Earlier this week I was on a conference call with a senior executive from a multi-national and very prosperous document management manufacturer. In the introductions he thanked everyone for their time and then said he wanted to “conversate” about some of the issues we were seeing.
Every fiber in my being, every firing synapse, every racing impulse demanded that I interrupt and say, “I’m sorry, did you just say conversate? What the hell is conversate? Do you mean converse? Possibly have a conversation? Is that a regional thing because I am pretty sure conversate is not exactly in the dictionary.”
But I didn’t. It would have been even more rude than I generally allow myself to be, especially when I have not yet met face to face. I am not opposed to correcting grammar or syntax you understand, particularly if it is one of my salespeople. I have happily done that in front of clients because right is right and wrong is wrong. There is plenty of time for future generations to butcher and drown the English language so there is no need to look the other way and speed up the process.
But there is also an interesting subtext to that moment; where is the perforated line in business between being proper and polite at the expense of being authentic? Clearly the message is the massage and there should be a way to verbally navigate anything without being a jack-ass, but you still have to convey what you really think. Regardless of how concerned you might be about how it will be received.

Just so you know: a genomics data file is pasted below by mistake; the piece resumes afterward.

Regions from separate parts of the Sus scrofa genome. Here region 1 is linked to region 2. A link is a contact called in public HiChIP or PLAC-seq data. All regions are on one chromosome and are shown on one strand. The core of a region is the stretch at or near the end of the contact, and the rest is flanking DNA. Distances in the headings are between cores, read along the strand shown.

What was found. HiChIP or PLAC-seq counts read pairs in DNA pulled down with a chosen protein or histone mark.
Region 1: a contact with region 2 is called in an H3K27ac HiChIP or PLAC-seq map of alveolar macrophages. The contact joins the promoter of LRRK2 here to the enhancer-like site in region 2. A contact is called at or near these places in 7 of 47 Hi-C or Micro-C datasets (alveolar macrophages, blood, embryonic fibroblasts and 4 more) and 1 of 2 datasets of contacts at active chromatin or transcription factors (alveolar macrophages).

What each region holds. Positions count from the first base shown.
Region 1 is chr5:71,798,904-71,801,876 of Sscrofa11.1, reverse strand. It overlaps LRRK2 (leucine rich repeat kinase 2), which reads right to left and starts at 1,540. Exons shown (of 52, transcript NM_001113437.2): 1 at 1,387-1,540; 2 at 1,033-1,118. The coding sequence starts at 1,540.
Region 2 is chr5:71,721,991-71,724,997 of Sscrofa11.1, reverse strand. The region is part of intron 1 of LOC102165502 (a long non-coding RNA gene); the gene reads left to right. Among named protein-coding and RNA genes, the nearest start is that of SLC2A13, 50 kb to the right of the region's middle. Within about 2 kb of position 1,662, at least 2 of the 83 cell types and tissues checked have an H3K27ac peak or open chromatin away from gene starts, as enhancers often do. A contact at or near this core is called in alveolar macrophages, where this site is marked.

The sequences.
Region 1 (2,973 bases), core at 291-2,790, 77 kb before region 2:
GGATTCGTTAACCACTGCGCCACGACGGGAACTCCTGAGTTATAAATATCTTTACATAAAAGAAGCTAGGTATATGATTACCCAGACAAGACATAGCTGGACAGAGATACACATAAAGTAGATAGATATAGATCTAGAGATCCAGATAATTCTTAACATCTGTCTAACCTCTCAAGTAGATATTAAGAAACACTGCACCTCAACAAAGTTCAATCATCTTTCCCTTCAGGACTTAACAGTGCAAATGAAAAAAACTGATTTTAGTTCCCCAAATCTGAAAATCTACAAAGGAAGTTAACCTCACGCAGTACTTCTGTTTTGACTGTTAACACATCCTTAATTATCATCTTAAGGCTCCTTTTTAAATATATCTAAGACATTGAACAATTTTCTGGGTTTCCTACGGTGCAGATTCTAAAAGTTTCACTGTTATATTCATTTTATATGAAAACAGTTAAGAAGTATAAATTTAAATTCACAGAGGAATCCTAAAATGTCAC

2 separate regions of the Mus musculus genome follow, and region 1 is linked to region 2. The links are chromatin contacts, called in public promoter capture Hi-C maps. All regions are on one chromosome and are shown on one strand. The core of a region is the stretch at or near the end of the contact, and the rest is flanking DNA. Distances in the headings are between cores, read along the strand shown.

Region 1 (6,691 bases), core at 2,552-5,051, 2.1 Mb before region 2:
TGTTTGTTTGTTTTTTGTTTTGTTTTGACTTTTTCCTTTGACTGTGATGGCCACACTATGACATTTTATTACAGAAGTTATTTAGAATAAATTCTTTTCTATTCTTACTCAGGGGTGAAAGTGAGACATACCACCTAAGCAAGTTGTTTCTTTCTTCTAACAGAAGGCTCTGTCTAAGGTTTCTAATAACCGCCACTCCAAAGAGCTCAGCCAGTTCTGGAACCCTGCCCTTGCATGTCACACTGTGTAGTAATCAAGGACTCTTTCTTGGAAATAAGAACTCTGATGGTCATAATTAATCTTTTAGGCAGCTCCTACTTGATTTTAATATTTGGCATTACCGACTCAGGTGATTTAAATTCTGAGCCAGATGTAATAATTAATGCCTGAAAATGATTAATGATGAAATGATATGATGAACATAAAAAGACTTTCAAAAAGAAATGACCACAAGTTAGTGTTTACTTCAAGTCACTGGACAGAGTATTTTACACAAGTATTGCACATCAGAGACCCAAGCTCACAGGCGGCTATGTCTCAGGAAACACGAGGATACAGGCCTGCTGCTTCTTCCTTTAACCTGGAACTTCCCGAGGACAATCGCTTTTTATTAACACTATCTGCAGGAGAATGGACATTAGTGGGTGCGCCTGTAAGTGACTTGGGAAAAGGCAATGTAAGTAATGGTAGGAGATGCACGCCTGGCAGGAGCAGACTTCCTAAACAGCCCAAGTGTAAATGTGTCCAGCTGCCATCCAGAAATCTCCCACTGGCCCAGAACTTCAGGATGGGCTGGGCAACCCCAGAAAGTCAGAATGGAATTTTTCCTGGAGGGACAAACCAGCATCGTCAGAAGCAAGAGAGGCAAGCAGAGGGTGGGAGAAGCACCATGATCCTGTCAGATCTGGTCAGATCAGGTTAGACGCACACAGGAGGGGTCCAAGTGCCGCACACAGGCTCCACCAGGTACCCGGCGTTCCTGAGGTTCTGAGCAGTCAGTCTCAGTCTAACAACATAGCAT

For IOS as a sales organization that means that we have an obligation to tell the truth, to get the truth down to the nub even when it might not be terribly clever or expedient for us to do so.
Personally I will forgive a lot of things but being inauthentic by telling me what you think I want to hear is not one of them. I assume our clients are the same; if you want to continue a process that is strangling you just because it is comfortable we need to tell you. If you want to over spend on a solution to a problem with no ROI– we have to tell you with the same zeal as when we think you are cutting corners.
If we both always agree one of us is redundant. If we always agree one of us is being inauthentic. At IOS it is the idea that matters. Sometimes that trumps the polite myth that “the client is always right” which even today is far more pervasive than you might think.
The client was right to select us. It is now the IOS responsibility to be right on their behalf in solving their problem.
We will converse but we will not conversate. That I promise.